What are the problems with PPI?

Payment Protection Insurance (or PPI as it is known) has considerable problems – not so much as a product, but in the way that it was sold.  The Financial Services Authority, which has now been replaced by the Financial Conduct Authority (FCA) highlighted this following a super complaint in 2006 by the Citizens Advice Bureau.  They believed that Payment Protection Insurance was wildly mis-sold and was a completely inappropriate product, in that the vast majority of people, even when they had the policy, could not obtain any form of protection from it when it came to a claim.

Subsequently the FCA investigated this.  Following their investigation and legal action against the Banks in 2011, they agreed to address the situation concerning Payment Protection Insurance.  The FCA held back from suggesting that the sale of Payment Protection Insurance amounted to fraud, but in effect it did, in that the Banks were obtaining a monetary benefit from clients in a way that was deceitful and dishonest as the product was wholly inappropriate and was only sold to generate vast profits for the Banks.

The product itself was alleged to cover unemployment and disability, as well as injury and sickness. Therefore, cover would be provided to meet monthly payments should any of these particular areas crop up and you lose, or have a reduced income for a period of time.  Unfortunately, the vast majority of Payment Protection Insurance was inappropriate as most people were not covered, and under 10% of any claims that were made in order to achieve some sort of cover protection when something happened and the income was reduced, were accepted for payment.  People were being sold the unemployment benefit, even though they were self-employed, and could never have claimed upon it.  Others were being sold the Payment Protection Insurance regardless of whether they had any pre-existing conditions, which would have affected the claim straightaway.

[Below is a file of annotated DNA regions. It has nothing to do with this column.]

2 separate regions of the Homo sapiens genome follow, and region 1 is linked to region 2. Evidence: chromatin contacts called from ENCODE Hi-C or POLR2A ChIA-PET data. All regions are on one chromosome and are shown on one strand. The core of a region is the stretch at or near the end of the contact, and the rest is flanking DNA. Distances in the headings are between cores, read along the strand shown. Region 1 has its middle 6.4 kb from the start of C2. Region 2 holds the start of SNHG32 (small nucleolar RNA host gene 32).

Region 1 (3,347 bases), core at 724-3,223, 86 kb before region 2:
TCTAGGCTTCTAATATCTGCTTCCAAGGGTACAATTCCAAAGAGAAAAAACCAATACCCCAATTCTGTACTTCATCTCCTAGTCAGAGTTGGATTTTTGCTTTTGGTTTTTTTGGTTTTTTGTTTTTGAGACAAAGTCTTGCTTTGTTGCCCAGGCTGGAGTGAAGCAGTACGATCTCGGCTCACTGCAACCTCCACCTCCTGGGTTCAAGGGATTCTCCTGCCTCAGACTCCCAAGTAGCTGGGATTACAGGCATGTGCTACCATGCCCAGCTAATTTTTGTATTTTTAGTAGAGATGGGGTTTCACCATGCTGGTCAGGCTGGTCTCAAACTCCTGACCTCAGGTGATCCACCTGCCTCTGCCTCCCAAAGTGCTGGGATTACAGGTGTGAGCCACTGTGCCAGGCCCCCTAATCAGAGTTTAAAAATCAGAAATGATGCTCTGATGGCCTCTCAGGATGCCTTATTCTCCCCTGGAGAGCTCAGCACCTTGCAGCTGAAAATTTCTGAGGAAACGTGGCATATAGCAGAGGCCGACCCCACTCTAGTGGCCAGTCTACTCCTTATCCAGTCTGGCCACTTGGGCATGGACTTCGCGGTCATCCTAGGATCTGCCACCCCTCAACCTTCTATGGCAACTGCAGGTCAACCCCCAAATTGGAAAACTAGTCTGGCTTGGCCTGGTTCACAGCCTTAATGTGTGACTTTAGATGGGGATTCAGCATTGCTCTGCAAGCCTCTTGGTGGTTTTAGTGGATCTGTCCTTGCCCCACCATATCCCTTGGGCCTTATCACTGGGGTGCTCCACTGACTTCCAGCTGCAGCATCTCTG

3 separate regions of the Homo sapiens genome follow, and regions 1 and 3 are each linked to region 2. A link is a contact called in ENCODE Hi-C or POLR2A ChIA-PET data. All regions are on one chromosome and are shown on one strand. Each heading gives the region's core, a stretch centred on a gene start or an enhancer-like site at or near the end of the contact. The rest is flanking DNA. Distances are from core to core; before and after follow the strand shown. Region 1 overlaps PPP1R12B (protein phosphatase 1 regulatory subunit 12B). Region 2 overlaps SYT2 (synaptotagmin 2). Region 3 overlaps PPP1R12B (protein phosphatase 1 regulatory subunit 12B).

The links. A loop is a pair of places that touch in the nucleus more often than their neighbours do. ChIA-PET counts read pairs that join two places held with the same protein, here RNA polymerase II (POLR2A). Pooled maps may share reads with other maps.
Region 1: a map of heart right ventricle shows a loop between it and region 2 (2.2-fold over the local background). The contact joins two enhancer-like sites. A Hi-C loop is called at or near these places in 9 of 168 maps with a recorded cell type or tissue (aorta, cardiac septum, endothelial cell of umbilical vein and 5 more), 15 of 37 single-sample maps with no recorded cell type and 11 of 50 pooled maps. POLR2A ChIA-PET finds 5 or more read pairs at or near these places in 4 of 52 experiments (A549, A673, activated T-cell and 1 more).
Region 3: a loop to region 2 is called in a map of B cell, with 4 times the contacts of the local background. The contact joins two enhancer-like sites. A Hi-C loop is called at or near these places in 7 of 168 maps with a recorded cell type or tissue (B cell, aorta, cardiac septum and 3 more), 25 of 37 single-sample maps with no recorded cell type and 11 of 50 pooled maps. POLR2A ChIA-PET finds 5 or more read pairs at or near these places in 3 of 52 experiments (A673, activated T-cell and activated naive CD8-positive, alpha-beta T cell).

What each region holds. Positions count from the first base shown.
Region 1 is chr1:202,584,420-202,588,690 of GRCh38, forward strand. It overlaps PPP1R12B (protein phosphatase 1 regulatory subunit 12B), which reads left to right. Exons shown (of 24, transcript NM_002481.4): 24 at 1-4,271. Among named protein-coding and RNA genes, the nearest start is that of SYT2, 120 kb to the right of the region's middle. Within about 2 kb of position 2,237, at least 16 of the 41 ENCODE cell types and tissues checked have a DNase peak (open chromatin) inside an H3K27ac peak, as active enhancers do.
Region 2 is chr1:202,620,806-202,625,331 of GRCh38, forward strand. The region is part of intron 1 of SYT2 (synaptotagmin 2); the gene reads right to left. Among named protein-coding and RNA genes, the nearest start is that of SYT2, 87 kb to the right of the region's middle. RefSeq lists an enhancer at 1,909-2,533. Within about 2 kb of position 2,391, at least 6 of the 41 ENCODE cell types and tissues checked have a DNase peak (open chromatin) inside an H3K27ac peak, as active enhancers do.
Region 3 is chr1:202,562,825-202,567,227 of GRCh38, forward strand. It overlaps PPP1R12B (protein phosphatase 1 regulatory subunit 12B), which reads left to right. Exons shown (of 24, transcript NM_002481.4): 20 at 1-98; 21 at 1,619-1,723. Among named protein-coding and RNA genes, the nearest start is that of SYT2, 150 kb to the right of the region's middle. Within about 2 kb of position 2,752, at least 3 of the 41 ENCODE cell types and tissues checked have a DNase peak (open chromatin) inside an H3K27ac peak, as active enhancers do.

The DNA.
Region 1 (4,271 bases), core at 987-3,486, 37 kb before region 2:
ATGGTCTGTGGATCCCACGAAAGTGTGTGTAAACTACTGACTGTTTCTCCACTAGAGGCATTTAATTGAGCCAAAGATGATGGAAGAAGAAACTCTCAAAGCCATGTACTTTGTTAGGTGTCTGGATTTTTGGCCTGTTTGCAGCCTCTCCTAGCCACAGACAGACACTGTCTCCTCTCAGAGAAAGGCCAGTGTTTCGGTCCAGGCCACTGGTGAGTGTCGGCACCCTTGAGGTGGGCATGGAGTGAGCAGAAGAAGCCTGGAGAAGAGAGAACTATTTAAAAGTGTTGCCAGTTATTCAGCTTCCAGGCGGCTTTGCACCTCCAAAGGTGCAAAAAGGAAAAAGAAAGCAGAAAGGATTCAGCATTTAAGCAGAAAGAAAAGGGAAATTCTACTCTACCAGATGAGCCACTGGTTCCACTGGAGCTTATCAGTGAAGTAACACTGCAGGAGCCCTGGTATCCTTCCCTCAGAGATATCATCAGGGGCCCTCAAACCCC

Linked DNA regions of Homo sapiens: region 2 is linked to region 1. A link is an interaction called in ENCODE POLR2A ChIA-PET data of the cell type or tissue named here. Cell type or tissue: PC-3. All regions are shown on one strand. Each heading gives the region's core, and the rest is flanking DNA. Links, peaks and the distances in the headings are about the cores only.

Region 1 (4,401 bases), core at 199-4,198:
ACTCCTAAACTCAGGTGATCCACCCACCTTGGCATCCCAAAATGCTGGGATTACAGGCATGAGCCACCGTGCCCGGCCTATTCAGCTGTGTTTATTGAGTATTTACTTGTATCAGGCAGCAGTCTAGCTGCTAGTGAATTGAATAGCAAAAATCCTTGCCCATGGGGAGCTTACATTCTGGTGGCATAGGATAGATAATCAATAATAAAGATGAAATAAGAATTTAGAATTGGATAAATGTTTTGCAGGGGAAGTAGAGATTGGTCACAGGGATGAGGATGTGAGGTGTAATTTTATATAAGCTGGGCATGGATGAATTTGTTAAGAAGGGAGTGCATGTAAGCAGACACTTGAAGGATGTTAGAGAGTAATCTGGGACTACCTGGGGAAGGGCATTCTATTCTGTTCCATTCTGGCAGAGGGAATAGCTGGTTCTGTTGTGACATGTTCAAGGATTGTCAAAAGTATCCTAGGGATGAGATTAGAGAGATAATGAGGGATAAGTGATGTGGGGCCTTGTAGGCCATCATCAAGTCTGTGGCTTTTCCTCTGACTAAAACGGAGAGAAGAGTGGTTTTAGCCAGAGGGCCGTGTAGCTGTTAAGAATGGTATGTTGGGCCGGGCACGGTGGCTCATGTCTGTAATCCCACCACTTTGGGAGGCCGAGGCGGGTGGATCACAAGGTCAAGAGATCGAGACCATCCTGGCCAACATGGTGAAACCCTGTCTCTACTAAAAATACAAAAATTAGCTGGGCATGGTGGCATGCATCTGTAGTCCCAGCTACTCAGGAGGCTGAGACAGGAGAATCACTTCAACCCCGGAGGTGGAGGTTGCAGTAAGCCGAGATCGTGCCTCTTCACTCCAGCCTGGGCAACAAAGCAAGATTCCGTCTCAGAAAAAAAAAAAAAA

The whole sales process surrounding Payment Protection Insurance was, that if you had any form of borrowing (and it did not matter which borrowing this was in relation to) whether it was a credit card, loan, mortgage, hire purchase (HP) or store card – Payment Protection Insurance was added, almost as a stipulation, rather than an element of protection for the client should anything untoward happen.

To the end of October 2015, the Banks have refunded approximately £25billion in relation to claims for the mis-sale of this particular product.  If you have not made a claim to date, then it is essential that you do so.  It does not make any difference whether you have the details to confirm if Payment Protection Insurance has been applied or not, or whether you have any recollection at all as to whether Payment Protection Insurance was applied.  You do not need to know account details and you do not need paperwork.  All you need to know for us to be able to make contact with the Lenders are the names of the Lenders that you have or have had facilities with, either historically, or current.

Our oldest successful claim was from 1987.  Therefore, time is not an issue necessarily, depending on the records that the Banks may maintain.  We are always happy to look at any Lender that the client would like us to.  As long as we know who it is, regardless of the time and other information that you may or may not have.

All of our work is on a “No Win No Fee” basis so if for some reason there is no PPI, or no information can be located there is no fee to pay.

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